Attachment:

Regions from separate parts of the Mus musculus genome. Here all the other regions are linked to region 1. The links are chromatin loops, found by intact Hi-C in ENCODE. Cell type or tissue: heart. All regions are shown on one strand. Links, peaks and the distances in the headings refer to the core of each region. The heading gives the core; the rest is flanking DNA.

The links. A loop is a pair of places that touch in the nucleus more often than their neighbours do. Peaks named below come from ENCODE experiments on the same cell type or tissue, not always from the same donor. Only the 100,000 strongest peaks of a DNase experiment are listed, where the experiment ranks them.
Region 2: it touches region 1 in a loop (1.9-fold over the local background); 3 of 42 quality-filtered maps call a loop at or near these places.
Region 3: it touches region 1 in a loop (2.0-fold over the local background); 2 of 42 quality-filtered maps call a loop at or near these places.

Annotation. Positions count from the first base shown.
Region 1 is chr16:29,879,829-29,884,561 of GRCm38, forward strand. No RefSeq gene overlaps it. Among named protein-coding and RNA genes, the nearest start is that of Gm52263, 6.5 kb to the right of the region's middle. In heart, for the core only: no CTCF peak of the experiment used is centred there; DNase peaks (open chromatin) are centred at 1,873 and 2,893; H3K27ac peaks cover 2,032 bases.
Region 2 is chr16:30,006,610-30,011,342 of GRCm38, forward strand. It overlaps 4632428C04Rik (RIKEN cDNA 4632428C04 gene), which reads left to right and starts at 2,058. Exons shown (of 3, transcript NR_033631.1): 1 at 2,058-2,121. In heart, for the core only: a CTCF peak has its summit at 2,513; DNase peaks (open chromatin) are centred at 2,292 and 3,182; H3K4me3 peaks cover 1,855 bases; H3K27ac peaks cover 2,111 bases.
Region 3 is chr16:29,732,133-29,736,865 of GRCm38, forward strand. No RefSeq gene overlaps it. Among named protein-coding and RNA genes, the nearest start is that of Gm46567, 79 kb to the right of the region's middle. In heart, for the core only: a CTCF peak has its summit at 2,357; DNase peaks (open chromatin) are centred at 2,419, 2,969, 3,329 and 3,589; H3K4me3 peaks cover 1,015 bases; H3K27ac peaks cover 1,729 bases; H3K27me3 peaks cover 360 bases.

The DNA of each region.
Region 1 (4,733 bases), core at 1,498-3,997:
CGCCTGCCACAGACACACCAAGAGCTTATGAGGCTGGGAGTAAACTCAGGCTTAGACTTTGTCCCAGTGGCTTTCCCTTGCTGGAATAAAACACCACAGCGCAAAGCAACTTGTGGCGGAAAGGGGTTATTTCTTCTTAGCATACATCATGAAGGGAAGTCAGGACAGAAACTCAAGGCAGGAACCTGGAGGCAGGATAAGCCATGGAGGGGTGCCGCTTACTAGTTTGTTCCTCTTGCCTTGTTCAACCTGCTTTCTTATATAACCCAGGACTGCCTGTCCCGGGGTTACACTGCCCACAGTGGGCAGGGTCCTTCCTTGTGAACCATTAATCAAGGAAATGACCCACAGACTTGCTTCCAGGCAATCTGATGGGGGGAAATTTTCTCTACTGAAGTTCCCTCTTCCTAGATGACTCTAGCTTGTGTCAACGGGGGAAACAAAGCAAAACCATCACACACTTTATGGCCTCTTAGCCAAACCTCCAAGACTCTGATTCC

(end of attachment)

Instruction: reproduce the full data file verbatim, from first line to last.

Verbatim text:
Regions from separate parts of the Mus musculus genome. Here all the other regions are linked to region 1. The links are chromatin loops, found by intact Hi-C in ENCODE. Cell type or tissue: heart. All regions are shown on one strand. Links, peaks and the distances in the headings refer to the core of each region. The heading gives the core; the rest is flanking DNA.

The links. A loop is a pair of places that touch in the nucleus more often than their neighbours do. Peaks named below come from ENCODE experiments on the same cell type or tissue, not always from the same donor. Only the 100,000 strongest peaks of a DNase experiment are listed, where the experiment ranks them.
Region 2: it touches region 1 in a loop (1.9-fold over the local background); 3 of 42 quality-filtered maps call a loop at or near these places.
Region 3: it touches region 1 in a loop (2.0-fold over the local background); 2 of 42 quality-filtered maps call a loop at or near these places.

Annotation. Positions count from the first base shown.
Region 1 is chr16:29,879,829-29,884,561 of GRCm38, forward strand. No RefSeq gene overlaps it. Among named protein-coding and RNA genes, the nearest start is that of Gm52263, 6.5 kb to the right of the region's middle. In heart, for the core only: no CTCF peak of the experiment used is centred there; DNase peaks (open chromatin) are centred at 1,873 and 2,893; H3K27ac peaks cover 2,032 bases.
Region 2 is chr16:30,006,610-30,011,342 of GRCm38, forward strand. It overlaps 4632428C04Rik (RIKEN cDNA 4632428C04 gene), which reads left to right and starts at 2,058. Exons shown (of 3, transcript NR_033631.1): 1 at 2,058-2,121. In heart, for the core only: a CTCF peak has its summit at 2,513; DNase peaks (open chromatin) are centred at 2,292 and 3,182; H3K4me3 peaks cover 1,855 bases; H3K27ac peaks cover 2,111 bases.
Region 3 is chr16:29,732,133-29,736,865 of GRCm38, forward strand. No RefSeq gene overlaps it. Among named protein-coding and RNA genes, the nearest start is that of Gm46567, 79 kb to the right of the region's middle. In heart, for the core only: a CTCF peak has its summit at 2,357; DNase peaks (open chromatin) are centred at 2,419, 2,969, 3,329 and 3,589; H3K4me3 peaks cover 1,015 bases; H3K27ac peaks cover 1,729 bases; H3K27me3 peaks cover 360 bases.

The DNA of each region.
Region 1 (4,733 bases), core at 1,498-3,997:
CGCCTGCCACAGACACACCAAGAGCTTATGAGGCTGGGAGTAAACTCAGGCTTAGACTTTGTCCCAGTGGCTTTCCCTTGCTGGAATAAAACACCACAGCGCAAAGCAACTTGTGGCGGAAAGGGGTTATTTCTTCTTAGCATACATCATGAAGGGAAGTCAGGACAGAAACTCAAGGCAGGAACCTGGAGGCAGGATAAGCCATGGAGGGGTGCCGCTTACTAGTTTGTTCCTCTTGCCTTGTTCAACCTGCTTTCTTATATAACCCAGGACTGCCTGTCCCGGGGTTACACTGCCCACAGTGGGCAGGGTCCTTCCTTGTGAACCATTAATCAAGGAAATGACCCACAGACTTGCTTCCAGGCAATCTGATGGGGGGAAATTTTCTCTACTGAAGTTCCCTCTTCCTAGATGACTCTAGCTTGTGTCAACGGGGGAAACAAAGCAAAACCATCACACACTTTATGGCCTCTTAGCCAAACCTCCAAGACTCTGATTCC